Moving towards instead of away

You hear it right? … that voice… that tone…. those words… complaining!  We all know what it is like to have someone we care about telling us they are upset with something we did or did not do.  We all also know that many-a-time, we have no desire to hear whatever is being “yelled/bitched/complained/criticized” about. Basically, we just turn off, agree to anything to make it stop, get defensive, change the topic, or just flat-out leave.  In general, I’d say that this approach doesn’t help anyone involved with in the conversation.

The answer of course is to approach the situation with caring intent. However, that isn’t the easiest thing to accomplish when you are being screamed at.  Hence, I’m not suggesting you stop having the feelings in response to feeling attacked. I am suggesting though, that you consider the deeper message behind the complaint.

When someone you care about  appears furious that you haven’t taken the trash out ask yourself  “What are they really saying?” Are they really so unreasonable that forgetting a lunch date is at noon instead of 1230, is going to send them over the edge? Most likely, the answer is NO!  People don’t in general get upset over little things. It is what these moments represent that tends to ruffle our feathers.

In that instant there is a good chance… we feel hurt, scared, or disrespected.  So why don’t we just say so? Well, we are not brought up in a society where stating such things is usually accepted. Secondly, it is rare that we think about stating in-the-moment our emotional reactions. Our gut response is to protect ourselves from something that threatens us (even if it is just something like a difference of opinion). Finally, we typically want to project strength and we unfortunately still place vulnerable emotions in the category of “weakness.”  Yet, I would challenge you to state your boundaries and teach people how to treat you. If you are hurt by someone’s actions let them know rather than lashing out with frustrated words!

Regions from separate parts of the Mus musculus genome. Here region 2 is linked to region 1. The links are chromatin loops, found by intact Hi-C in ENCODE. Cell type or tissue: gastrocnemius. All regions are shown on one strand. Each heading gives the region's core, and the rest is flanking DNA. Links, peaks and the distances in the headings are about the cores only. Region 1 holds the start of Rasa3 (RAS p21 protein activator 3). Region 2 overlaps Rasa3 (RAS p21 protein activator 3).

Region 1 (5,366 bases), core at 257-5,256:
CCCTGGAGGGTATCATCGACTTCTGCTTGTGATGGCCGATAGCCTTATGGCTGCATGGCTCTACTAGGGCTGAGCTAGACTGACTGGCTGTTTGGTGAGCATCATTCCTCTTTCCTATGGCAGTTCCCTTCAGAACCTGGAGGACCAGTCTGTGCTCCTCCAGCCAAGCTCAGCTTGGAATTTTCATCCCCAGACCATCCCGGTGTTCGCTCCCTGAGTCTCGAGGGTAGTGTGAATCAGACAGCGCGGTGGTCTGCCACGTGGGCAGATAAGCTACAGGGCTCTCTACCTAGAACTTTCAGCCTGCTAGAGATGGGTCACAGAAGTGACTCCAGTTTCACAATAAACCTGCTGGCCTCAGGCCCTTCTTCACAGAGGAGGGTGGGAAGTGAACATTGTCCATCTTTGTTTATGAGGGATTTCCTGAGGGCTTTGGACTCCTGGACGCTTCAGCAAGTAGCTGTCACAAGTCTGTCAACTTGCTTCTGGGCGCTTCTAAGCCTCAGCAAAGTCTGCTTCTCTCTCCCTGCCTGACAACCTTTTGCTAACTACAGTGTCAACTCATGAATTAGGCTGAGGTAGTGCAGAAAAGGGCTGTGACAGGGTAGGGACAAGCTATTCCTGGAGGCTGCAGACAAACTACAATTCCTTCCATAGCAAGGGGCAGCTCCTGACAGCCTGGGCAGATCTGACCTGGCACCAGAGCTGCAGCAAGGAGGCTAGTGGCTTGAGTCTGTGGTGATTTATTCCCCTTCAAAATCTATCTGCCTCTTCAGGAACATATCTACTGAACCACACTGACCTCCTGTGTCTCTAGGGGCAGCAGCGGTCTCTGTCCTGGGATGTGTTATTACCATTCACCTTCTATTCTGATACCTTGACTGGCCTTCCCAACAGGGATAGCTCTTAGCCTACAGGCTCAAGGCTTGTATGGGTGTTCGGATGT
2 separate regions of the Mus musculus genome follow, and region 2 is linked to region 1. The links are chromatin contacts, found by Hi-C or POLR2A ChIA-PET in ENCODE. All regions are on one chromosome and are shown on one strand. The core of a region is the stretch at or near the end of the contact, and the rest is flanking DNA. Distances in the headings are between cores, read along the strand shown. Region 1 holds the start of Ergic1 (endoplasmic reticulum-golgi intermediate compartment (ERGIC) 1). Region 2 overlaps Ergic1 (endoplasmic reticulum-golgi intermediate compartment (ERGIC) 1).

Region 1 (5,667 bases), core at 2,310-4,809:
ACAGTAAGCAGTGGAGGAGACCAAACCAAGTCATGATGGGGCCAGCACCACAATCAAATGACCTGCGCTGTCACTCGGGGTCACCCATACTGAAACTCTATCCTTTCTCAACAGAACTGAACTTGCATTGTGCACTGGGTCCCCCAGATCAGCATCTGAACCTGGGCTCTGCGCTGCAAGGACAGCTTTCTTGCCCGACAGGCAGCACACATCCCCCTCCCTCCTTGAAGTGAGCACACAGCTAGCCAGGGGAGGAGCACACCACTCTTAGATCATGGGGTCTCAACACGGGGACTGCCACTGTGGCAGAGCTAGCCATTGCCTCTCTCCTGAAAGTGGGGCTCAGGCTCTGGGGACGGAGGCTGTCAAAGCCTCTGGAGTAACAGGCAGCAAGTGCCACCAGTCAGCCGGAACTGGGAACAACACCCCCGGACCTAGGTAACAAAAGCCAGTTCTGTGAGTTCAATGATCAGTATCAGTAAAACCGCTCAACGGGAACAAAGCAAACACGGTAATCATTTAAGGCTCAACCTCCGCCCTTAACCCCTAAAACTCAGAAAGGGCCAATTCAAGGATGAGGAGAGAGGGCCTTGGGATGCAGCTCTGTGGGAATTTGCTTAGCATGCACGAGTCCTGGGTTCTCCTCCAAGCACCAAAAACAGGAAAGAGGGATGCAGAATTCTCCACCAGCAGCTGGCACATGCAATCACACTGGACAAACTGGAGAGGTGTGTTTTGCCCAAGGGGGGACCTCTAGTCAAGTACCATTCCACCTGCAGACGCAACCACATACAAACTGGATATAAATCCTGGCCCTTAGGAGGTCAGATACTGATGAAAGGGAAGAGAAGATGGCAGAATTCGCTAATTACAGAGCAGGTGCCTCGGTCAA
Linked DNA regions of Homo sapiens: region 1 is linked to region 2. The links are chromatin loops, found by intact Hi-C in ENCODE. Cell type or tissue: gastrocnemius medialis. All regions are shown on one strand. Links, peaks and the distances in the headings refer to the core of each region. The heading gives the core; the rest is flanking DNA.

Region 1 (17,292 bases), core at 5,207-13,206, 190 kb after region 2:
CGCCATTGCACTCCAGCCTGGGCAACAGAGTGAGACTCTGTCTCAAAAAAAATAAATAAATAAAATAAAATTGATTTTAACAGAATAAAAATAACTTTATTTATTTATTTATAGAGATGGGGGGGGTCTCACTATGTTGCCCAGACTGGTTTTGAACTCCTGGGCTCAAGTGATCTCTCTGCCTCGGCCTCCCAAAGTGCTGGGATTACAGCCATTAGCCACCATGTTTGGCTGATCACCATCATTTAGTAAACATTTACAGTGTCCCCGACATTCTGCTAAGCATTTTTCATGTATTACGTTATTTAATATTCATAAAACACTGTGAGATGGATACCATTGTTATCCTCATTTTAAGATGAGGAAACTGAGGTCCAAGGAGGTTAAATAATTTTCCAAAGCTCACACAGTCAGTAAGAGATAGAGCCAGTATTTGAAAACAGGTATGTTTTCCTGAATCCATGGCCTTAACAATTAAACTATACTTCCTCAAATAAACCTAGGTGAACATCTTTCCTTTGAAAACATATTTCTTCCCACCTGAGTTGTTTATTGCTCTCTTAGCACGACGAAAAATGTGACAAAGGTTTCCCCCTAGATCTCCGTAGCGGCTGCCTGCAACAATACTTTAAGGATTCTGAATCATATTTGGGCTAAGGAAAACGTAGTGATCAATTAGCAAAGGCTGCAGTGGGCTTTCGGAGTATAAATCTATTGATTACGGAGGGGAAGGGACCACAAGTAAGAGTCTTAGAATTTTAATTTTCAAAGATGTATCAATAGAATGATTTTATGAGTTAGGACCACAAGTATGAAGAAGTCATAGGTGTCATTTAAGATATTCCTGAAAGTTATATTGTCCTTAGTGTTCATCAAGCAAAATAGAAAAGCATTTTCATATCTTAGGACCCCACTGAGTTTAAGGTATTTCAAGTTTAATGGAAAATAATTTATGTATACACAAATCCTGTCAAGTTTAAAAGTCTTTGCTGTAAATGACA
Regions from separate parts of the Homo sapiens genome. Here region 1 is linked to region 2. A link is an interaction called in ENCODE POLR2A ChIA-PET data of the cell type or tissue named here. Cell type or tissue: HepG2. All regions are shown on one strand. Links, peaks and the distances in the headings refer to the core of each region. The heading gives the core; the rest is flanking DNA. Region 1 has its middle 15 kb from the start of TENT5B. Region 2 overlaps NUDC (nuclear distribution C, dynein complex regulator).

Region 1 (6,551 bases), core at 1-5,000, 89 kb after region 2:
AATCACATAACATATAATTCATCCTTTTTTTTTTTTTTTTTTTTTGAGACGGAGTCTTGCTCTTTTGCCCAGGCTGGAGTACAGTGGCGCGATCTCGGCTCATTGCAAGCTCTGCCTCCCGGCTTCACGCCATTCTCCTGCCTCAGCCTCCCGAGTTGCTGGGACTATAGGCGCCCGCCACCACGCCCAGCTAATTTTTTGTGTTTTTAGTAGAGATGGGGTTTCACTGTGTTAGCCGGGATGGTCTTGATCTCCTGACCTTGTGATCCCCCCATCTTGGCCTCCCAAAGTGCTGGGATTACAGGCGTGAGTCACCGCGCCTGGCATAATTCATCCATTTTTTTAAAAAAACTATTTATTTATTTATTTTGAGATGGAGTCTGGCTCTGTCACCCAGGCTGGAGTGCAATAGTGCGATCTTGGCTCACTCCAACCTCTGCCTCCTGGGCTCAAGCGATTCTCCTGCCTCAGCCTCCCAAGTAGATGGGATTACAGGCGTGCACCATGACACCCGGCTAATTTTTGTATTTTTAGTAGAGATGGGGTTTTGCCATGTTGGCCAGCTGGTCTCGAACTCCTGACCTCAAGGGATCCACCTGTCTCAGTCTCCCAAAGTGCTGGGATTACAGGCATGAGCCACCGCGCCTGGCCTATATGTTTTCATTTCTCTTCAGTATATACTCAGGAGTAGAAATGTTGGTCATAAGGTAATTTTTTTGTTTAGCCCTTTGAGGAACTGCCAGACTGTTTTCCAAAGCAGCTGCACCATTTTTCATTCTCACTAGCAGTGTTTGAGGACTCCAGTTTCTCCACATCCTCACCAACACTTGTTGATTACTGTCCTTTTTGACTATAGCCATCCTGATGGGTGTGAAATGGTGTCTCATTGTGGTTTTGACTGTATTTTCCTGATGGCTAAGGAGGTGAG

If the people we are interacting with don’t want to move ahead in their emotional evolution, in this area of stating their feelings directly, or they don’t think/know to, it is best to have a plan. The method I usually suggest is to ask questions… but often times people don’t have the answers when they are upset and this can even make them more frustrated.

What to do? Well, you probably aren’t going to like the answer, I know I’m not exactly a fan of it either, but truly one of THE best things is to just listen to the person with openness. If you start to reframe  the anger as a request to be heard, connected with, or feelings bruised and just hear the plea for acceptance, I’ll bet you that you will see a difference in response patterns.

Of course, there are moments and individuals that will never soften based on a different approach however most of us will relax when we know we are really being heard and respected. So considering turning towards the person when they are upset instead of away… it might just change everything around.


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